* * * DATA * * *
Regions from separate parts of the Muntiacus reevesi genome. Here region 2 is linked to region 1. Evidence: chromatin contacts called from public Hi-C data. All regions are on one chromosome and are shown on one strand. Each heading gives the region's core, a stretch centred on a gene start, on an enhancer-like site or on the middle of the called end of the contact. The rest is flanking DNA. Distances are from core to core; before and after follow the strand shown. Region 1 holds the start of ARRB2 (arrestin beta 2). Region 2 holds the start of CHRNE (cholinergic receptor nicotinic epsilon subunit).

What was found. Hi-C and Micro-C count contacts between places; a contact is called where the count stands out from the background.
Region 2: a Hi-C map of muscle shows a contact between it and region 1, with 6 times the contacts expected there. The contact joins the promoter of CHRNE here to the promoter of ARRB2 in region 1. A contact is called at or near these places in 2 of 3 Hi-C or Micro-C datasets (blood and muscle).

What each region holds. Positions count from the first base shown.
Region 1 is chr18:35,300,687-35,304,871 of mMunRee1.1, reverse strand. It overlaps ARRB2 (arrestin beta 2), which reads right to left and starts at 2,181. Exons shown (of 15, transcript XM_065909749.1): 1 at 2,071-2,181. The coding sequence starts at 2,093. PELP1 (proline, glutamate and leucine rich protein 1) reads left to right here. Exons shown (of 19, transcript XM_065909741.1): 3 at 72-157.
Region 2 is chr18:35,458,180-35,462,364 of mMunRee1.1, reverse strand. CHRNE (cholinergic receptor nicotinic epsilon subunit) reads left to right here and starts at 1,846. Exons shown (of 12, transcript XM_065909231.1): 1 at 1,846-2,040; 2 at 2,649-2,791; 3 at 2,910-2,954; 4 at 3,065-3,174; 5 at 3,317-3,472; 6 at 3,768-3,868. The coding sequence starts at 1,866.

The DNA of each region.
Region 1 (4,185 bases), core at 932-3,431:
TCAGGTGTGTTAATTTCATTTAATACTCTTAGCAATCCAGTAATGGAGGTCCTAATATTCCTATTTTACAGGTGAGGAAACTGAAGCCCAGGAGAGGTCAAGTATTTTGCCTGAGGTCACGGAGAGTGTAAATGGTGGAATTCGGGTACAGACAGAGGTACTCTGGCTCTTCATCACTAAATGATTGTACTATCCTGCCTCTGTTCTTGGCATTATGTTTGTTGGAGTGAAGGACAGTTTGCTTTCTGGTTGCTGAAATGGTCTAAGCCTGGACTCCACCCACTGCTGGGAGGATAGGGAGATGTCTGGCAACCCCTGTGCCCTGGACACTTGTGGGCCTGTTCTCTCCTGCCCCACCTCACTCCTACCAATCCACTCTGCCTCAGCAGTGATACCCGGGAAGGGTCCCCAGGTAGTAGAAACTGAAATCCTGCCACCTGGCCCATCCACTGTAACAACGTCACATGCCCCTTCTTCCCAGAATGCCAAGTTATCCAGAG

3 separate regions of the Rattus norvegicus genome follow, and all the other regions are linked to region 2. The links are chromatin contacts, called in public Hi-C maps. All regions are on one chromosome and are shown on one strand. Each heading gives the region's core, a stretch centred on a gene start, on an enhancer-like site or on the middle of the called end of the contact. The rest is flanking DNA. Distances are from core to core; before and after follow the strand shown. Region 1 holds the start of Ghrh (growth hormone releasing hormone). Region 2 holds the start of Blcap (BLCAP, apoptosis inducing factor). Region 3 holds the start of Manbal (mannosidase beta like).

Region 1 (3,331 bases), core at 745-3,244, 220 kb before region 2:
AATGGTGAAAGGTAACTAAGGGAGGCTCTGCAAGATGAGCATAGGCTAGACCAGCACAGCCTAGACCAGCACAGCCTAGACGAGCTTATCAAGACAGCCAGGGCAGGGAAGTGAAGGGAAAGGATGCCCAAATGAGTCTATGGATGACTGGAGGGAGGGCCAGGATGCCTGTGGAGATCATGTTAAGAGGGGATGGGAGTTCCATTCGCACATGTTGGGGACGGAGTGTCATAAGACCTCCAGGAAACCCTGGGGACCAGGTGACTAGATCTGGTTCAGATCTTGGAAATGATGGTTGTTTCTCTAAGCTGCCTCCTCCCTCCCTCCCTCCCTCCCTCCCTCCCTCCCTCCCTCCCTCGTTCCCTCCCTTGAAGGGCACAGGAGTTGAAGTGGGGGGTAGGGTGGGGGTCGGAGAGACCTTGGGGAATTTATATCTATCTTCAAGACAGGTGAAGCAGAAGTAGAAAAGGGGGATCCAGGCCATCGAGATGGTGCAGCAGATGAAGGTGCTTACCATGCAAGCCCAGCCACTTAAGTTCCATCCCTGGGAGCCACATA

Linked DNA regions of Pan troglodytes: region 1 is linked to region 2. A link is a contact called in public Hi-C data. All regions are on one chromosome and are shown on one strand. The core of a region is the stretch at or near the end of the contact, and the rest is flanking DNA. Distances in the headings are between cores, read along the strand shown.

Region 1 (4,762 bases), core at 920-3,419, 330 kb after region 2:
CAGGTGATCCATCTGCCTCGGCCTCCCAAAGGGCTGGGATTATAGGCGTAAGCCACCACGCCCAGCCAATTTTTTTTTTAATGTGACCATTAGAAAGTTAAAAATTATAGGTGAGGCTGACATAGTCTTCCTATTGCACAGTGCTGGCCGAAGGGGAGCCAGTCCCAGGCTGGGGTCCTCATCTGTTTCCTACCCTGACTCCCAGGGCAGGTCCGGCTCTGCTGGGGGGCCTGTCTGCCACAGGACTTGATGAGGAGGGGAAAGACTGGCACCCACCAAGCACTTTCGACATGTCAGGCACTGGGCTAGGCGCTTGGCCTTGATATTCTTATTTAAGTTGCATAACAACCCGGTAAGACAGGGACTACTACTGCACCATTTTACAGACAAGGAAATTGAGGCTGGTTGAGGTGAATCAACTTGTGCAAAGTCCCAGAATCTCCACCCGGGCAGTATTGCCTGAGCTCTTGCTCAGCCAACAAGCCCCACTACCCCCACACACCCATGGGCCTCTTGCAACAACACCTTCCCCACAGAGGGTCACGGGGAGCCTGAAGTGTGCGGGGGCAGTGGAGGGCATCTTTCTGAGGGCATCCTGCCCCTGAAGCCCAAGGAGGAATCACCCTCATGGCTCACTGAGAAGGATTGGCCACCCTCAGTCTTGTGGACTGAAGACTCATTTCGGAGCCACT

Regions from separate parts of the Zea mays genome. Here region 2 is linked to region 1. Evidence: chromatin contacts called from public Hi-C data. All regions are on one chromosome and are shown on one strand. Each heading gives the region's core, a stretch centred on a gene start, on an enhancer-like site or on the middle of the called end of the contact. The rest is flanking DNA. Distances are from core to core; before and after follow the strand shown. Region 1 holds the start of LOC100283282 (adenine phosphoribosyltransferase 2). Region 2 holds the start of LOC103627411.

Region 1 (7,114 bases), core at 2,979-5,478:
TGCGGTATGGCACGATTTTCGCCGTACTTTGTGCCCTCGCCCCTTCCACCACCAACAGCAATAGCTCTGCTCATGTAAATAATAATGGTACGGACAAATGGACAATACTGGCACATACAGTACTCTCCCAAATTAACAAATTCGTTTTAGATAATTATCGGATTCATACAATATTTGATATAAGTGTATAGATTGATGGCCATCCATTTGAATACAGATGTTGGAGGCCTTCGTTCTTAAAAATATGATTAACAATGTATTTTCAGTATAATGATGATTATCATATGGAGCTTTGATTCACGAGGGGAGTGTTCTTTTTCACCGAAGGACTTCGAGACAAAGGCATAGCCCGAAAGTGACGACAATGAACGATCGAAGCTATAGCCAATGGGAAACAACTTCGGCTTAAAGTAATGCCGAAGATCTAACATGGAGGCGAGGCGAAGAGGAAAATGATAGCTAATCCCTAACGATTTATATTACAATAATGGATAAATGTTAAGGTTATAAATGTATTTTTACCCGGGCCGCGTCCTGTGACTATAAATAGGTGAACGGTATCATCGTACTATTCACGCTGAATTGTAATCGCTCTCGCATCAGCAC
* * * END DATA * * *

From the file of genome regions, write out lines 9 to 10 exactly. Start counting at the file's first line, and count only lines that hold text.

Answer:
TCAGGTGTGTTAATTTCATTTAATACTCTTAGCAATCCAGTAATGGAGGTCCTAATATTCCTATTTTACAGGTGAGGAAACTGAAGCCCAGGAGAGGTCAAGTATTTTGCCTGAGGTCACGGAGAGTGTAAATGGTGGAATTCGGGTACAGACAGAGGTACTCTGGCTCTTCATCACTAAATGATTGTACTATCCTGCCTCTGTTCTTGGCATTATGTTTGTTGGAGTGAAGGACAGTTTGCTTTCTGGTTGCTGAAATGGTCTAAGCCTGGACTCCACCCACTGCTGGGAGGATAGGGAGATGTCTGGCAACCCCTGTGCCCTGGACACTTGTGGGCCTGTTCTCTCCTGCCCCACCTCACTCCTACCAATCCACTCTGCCTCAGCAGTGATACCCGGGAAGGGTCCCCAGGTAGTAGAAACTGAAATCCTGCCACCTGGCCCATCCACTGTAACAACGTCACATGCCCCTTCTTCCCAGAATGCCAAGTTATCCAGAG

3 separate regions of the Rattus norvegicus genome follow, and all the other regions are linked to region 2. The links are chromatin contacts, called in public Hi-C maps. All regions are on one chromosome and are shown on one strand. Each heading gives the region's core, a stretch centred on a gene start, on an enhancer-like site or on the middle of the called end of the contact. The rest is flanking DNA. Distances are from core to core; before and after follow the strand shown. Region 1 holds the start of Ghrh (growth hormone releasing hormone). Region 2 holds the start of Blcap (BLCAP, apoptosis inducing factor). Region 3 holds the start of Manbal (mannosidase beta like).